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Immediate angiography fails to improve survival after cardiac arrest without STEMI

Jorrit S. Lemkes
Jorrit S. Lemkes

NEW ORLEANS — Among patients revived from out-of-hospital cardiac arrest who had ischemic heart disease but not STEMI, there was no difference in 90-day survival or myocardial injury between immediate and delayed angiography, according to the results of the COACT trial.

The researchers randomly assigned 552 patients who were resuscitated from cardiac arrest without any signs of STEMI to undergo coronary angiography immediately (mean age, 66 years; 82% men) or to have it delayed until after neurologic recovery (mean age, 65 years; 76% men). Jorrit S. Lemkes, MD, interventional cardiologist at Amsterdam University Medical Center, presented the findings, which were also published in The New England Journal of Medicine, at the American College of Cardiology Scientific Session.

“The guidelines recommend immediate coronary angiography in patients who present with cardiac arrest and STEMI; this is a class I recommendation,” Lemkes said during his presentation. “In patients with cardiac arrest without ST-elevation, the guidelines also recommend emergency angiography, but it is a weak recommendation with very low-quality evidence. This is based on observational data, and no randomized trials had been performed until now.”

No survival difference

The primary endpoint of 90-day survival was met by 64.5% of patients in the immediate group and 67.2% in the delayed group (OR = 0.89; 95% CI, 0.62-1.27), according to the researchers.

Among patients revived from out-of-hospital cardiac arrest who had ischemic heart disease but not STEMI, there was no difference in 90-day survival or myocardial injury between immediate and delayed angiography, according to the results of the COACT trial.
Source: Adobe Stock

Median time to target temperature was longer in the immediate group (5.4 hours vs. 4.7 hours; ratio of geometric means = 1.19; 95% CI, 1.04-1.36), Lemkes said.

There were no differences between the groups in any other secondary endpoints, including survival at 90 days with good cerebral performance or mild/moderate disability, myocardial injury, duration of catecholamine support, markers of shock, recurrence of ventricular tachycardia, duration of mechanical ventilation, major bleeding, acute kidney injury, need for renal replacement therapy and neurologic status at ICU discharge.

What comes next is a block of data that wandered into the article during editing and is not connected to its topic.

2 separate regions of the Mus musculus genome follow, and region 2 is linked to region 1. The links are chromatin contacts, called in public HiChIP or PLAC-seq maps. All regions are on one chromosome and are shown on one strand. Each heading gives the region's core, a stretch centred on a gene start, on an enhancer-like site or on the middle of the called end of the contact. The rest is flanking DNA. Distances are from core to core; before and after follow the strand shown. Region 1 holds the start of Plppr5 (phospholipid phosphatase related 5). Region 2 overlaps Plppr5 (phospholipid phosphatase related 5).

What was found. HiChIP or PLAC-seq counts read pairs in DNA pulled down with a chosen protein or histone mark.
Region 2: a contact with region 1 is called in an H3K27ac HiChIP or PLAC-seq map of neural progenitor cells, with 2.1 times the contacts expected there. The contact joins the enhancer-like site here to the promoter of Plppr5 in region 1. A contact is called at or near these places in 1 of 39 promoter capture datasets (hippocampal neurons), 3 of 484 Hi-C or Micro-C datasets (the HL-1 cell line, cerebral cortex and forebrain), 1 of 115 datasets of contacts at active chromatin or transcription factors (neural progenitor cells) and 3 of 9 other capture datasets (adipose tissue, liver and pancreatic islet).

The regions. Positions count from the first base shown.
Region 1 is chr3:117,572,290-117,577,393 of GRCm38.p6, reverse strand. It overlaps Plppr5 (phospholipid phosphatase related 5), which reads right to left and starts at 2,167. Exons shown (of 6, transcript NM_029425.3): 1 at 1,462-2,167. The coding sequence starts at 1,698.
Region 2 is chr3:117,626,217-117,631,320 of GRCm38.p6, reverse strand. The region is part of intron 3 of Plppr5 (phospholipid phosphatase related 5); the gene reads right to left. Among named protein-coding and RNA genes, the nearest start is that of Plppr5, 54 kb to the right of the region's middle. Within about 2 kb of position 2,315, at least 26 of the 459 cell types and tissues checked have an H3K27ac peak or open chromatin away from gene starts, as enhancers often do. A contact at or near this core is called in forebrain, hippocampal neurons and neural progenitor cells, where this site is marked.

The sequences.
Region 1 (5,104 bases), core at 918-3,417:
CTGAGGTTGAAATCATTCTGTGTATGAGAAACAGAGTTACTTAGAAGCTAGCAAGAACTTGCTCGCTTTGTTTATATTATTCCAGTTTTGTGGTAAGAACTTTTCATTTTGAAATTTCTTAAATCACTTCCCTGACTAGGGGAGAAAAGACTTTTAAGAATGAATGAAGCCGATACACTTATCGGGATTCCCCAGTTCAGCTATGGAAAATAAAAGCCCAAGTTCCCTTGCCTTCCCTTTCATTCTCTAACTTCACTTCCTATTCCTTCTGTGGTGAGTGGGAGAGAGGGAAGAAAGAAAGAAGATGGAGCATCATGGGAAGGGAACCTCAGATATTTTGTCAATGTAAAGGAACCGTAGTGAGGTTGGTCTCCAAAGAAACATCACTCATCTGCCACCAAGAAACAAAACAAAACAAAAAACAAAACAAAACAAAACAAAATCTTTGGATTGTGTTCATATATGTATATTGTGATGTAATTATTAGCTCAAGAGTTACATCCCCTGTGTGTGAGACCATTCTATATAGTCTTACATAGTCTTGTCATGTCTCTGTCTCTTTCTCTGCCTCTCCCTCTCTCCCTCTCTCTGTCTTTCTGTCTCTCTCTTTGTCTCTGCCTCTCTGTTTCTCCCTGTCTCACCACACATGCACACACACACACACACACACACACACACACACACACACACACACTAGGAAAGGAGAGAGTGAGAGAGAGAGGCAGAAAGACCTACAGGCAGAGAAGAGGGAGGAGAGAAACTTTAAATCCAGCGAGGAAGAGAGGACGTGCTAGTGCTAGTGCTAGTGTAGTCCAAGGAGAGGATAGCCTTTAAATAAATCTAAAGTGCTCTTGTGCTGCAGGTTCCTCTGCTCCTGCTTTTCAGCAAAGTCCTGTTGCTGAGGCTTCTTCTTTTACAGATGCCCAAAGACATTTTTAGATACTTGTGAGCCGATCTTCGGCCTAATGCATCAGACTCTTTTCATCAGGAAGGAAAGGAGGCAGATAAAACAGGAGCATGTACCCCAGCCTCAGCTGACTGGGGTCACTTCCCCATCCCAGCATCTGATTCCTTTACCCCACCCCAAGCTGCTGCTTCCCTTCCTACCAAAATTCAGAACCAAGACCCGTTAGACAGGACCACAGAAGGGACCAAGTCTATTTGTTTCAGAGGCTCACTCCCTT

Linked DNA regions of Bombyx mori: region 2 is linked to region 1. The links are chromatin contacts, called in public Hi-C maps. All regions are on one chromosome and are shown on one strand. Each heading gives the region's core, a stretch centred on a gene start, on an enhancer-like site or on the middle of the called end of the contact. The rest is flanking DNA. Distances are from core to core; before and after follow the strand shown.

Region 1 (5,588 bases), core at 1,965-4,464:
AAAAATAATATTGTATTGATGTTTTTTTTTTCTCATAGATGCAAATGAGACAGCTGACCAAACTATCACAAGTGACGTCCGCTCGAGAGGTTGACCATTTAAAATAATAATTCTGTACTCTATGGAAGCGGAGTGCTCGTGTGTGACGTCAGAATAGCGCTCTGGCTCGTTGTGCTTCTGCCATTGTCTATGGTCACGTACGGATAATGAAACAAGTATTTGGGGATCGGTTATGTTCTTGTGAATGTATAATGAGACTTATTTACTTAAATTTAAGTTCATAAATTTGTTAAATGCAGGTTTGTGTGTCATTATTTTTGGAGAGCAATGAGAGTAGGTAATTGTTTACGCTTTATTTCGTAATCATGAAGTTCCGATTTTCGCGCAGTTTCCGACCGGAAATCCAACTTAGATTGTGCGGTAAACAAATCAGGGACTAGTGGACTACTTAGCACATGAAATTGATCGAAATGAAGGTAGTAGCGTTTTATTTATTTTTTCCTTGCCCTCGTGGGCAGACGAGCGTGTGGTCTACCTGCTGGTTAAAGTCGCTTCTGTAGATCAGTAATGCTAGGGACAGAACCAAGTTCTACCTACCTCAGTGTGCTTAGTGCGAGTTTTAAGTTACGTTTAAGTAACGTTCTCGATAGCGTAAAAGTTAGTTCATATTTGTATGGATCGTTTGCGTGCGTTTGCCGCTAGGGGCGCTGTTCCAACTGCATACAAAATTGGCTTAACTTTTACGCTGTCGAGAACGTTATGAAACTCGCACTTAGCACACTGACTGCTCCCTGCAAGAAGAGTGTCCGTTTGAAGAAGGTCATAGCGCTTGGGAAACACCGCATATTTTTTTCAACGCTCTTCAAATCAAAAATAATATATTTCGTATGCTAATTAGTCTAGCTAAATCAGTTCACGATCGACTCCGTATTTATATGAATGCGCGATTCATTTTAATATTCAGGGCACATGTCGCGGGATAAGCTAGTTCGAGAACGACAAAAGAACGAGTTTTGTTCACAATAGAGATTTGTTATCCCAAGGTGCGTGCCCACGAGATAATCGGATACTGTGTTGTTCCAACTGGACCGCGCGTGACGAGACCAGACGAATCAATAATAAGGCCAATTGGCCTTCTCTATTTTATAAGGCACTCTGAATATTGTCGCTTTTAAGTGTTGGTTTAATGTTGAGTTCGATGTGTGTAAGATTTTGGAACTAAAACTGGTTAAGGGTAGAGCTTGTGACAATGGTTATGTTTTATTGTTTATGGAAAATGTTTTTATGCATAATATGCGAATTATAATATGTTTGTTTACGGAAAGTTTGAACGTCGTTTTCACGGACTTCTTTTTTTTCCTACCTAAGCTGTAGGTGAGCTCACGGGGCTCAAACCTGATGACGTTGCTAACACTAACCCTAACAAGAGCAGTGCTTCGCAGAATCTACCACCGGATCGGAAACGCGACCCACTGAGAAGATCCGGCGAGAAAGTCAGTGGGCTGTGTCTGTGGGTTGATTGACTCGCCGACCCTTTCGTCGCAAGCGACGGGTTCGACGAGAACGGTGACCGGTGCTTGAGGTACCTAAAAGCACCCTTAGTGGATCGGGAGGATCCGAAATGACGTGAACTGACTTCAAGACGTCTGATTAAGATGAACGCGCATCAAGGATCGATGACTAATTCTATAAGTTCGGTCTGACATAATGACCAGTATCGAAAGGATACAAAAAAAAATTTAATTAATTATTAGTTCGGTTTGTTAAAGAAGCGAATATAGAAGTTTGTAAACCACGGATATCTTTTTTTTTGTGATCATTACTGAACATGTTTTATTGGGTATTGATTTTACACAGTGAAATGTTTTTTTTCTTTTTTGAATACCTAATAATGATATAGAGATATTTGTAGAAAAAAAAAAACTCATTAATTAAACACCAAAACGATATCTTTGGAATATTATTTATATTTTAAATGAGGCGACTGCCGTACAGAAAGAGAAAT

Angiography was performed in 97.1% of the immediate group and 64.9% of the delayed group. In the immediate group, 33% had PCI, 6.2% had CABG and 61.5% had medical or conservative therapy, whereas in the delayed group, 24.2% had PCI, 8.7% had CABG and 67.5% had medical or conservative therapy. In the delayed group, 38 patients received immediate therapy because of cardiac deterioration, according to the researchers.

Lemkes said there were interactions by age and history of CAD. Patients younger than 70 years had better results with delayed angiography, but patients aged at least 70 years had better results with immediate angiography (P for interaction = .007), whereas patients with no prior CAD had better results with delayed angiography, and patients with prior CAD had better results with immediate angiography (P for interaction = .009).

“Patients older than 70 and with previous history of coronary artery disease might have more benefit with an immediate strategy compared with patients who are younger than 70 and without history of coronary artery disease,” he said.

‘Important step forward’

In a related editorial published in NEJM, Benjamin S. Abella, MD, MPhil, from the Center for Resuscitation Science and department of emergency medicine at the University of Pennsylvania Perelman School of Medicine, and David F. Gaieski, MD, from the department of emergency medicine at Jefferson University Hospital, Philadelphia, wrote that the trial “represents an important step forward in the care of patients after a cardiac arrest, and the results suggest that for the majority of comatose patients who have had a cardiac arrest without STEMI, coronary angiography need not be performed immediately.” – by Erik Swain

References:

Lemkes JS, et al. Late-Breaking Clinical Trials V. Presented at: American College of Cardiology Scientific Session; March 16-18, 2019; New Orleans.

Abella BS, et al. N Engl J Med. 2019;doi:10.1056/NEJMe1901651.

Lemkes JS, et al. N Engl J Med. 2019;doi:10.1056/NEJMoa1816897.

Disclosures: The study was sponsored by AstraZeneca, Biotronik and the Netherlands Heart Institute. Lemkes reports no relevant financial disclosures. Abella reports he has financial ties with Becton Dickinson, CPR Ready, JDP, Mallinckrodt, MD Ally, Medtronic Foundation and Stryker. Gaieski reports he has financial ties with Bard, BrainCool, Getinge and Stryker.